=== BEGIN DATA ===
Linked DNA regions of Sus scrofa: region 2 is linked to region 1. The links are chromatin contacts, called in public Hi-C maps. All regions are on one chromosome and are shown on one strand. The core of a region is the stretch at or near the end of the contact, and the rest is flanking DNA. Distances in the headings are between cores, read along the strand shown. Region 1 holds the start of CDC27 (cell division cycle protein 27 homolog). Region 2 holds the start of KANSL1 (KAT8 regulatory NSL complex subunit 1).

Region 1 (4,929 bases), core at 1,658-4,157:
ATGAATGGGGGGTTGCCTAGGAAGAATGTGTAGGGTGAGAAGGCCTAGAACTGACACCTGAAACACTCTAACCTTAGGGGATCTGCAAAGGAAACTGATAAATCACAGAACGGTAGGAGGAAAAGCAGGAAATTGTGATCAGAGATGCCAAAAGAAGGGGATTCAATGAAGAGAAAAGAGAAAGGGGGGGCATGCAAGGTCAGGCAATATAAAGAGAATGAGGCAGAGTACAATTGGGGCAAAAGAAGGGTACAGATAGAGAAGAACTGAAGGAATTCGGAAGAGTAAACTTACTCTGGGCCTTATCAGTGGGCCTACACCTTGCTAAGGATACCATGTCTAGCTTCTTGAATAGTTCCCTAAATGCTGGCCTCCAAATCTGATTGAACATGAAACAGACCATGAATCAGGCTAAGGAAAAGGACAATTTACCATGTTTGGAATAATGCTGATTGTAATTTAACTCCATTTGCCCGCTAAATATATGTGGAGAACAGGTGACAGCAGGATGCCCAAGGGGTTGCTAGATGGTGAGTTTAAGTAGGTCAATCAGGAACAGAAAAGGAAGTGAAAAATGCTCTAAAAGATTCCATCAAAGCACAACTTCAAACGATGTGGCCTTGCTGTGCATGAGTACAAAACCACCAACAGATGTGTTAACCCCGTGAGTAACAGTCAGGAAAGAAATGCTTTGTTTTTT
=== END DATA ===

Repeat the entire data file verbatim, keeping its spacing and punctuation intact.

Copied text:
Linked DNA regions of Sus scrofa: region 2 is linked to region 1. The links are chromatin contacts, called in public Hi-C maps. All regions are on one chromosome and are shown on one strand. The core of a region is the stretch at or near the end of the contact, and the rest is flanking DNA. Distances in the headings are between cores, read along the strand shown. Region 1 holds the start of CDC27 (cell division cycle protein 27 homolog). Region 2 holds the start of KANSL1 (KAT8 regulatory NSL complex subunit 1).

Region 1 (4,929 bases), core at 1,658-4,157:
ATGAATGGGGGGTTGCCTAGGAAGAATGTGTAGGGTGAGAAGGCCTAGAACTGACACCTGAAACACTCTAACCTTAGGGGATCTGCAAAGGAAACTGATAAATCACAGAACGGTAGGAGGAAAAGCAGGAAATTGTGATCAGAGATGCCAAAAGAAGGGGATTCAATGAAGAGAAAAGAGAAAGGGGGGGCATGCAAGGTCAGGCAATATAAAGAGAATGAGGCAGAGTACAATTGGGGCAAAAGAAGGGTACAGATAGAGAAGAACTGAAGGAATTCGGAAGAGTAAACTTACTCTGGGCCTTATCAGTGGGCCTACACCTTGCTAAGGATACCATGTCTAGCTTCTTGAATAGTTCCCTAAATGCTGGCCTCCAAATCTGATTGAACATGAAACAGACCATGAATCAGGCTAAGGAAAAGGACAATTTACCATGTTTGGAATAATGCTGATTGTAATTTAACTCCATTTGCCCGCTAAATATATGTGGAGAACAGGTGACAGCAGGATGCCCAAGGGGTTGCTAGATGGTGAGTTTAAGTAGGTCAATCAGGAACAGAAAAGGAAGTGAAAAATGCTCTAAAAGATTCCATCAAAGCACAACTTCAAACGATGTGGCCTTGCTGTGCATGAGTACAAAACCACCAACAGATGTGTTAACCCCGTGAGTAACAGTCAGGAAAGAAATGCTTTGTTTTTT